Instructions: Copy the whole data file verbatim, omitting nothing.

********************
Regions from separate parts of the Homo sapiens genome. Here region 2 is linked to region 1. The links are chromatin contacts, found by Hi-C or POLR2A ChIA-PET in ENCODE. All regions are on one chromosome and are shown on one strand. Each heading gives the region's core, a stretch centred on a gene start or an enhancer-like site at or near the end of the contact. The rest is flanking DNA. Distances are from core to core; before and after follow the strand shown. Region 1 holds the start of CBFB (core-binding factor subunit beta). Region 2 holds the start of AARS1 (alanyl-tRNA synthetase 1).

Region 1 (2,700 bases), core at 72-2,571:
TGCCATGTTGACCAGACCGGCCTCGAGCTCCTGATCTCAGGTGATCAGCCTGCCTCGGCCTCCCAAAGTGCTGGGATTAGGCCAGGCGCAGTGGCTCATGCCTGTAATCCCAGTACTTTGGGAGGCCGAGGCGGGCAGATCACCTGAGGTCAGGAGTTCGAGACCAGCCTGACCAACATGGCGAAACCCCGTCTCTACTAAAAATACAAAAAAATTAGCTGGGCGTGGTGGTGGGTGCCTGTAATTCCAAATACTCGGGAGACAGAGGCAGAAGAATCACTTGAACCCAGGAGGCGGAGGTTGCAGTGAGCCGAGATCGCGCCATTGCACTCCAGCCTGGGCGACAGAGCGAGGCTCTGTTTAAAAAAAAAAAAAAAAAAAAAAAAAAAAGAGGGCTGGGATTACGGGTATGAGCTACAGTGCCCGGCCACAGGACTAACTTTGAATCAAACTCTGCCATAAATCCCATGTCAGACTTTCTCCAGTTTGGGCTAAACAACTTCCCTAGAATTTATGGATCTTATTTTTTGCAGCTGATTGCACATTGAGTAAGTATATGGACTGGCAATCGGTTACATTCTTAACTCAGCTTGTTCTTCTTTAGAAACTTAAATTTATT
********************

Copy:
Regions from separate parts of the Homo sapiens genome. Here region 2 is linked to region 1. The links are chromatin contacts, found by Hi-C or POLR2A ChIA-PET in ENCODE. All regions are on one chromosome and are shown on one strand. Each heading gives the region's core, a stretch centred on a gene start or an enhancer-like site at or near the end of the contact. The rest is flanking DNA. Distances are from core to core; before and after follow the strand shown. Region 1 holds the start of CBFB (core-binding factor subunit beta). Region 2 holds the start of AARS1 (alanyl-tRNA synthetase 1).

Region 1 (2,700 bases), core at 72-2,571:
TGCCATGTTGACCAGACCGGCCTCGAGCTCCTGATCTCAGGTGATCAGCCTGCCTCGGCCTCCCAAAGTGCTGGGATTAGGCCAGGCGCAGTGGCTCATGCCTGTAATCCCAGTACTTTGGGAGGCCGAGGCGGGCAGATCACCTGAGGTCAGGAGTTCGAGACCAGCCTGACCAACATGGCGAAACCCCGTCTCTACTAAAAATACAAAAAAATTAGCTGGGCGTGGTGGTGGGTGCCTGTAATTCCAAATACTCGGGAGACAGAGGCAGAAGAATCACTTGAACCCAGGAGGCGGAGGTTGCAGTGAGCCGAGATCGCGCCATTGCACTCCAGCCTGGGCGACAGAGCGAGGCTCTGTTTAAAAAAAAAAAAAAAAAAAAAAAAAAAAGAGGGCTGGGATTACGGGTATGAGCTACAGTGCCCGGCCACAGGACTAACTTTGAATCAAACTCTGCCATAAATCCCATGTCAGACTTTCTCCAGTTTGGGCTAAACAACTTCCCTAGAATTTATGGATCTTATTTTTTGCAGCTGATTGCACATTGAGTAAGTATATGGACTGGCAATCGGTTACATTCTTAACTCAGCTTGTTCTTCTTTAGAAACTTAAATTTATT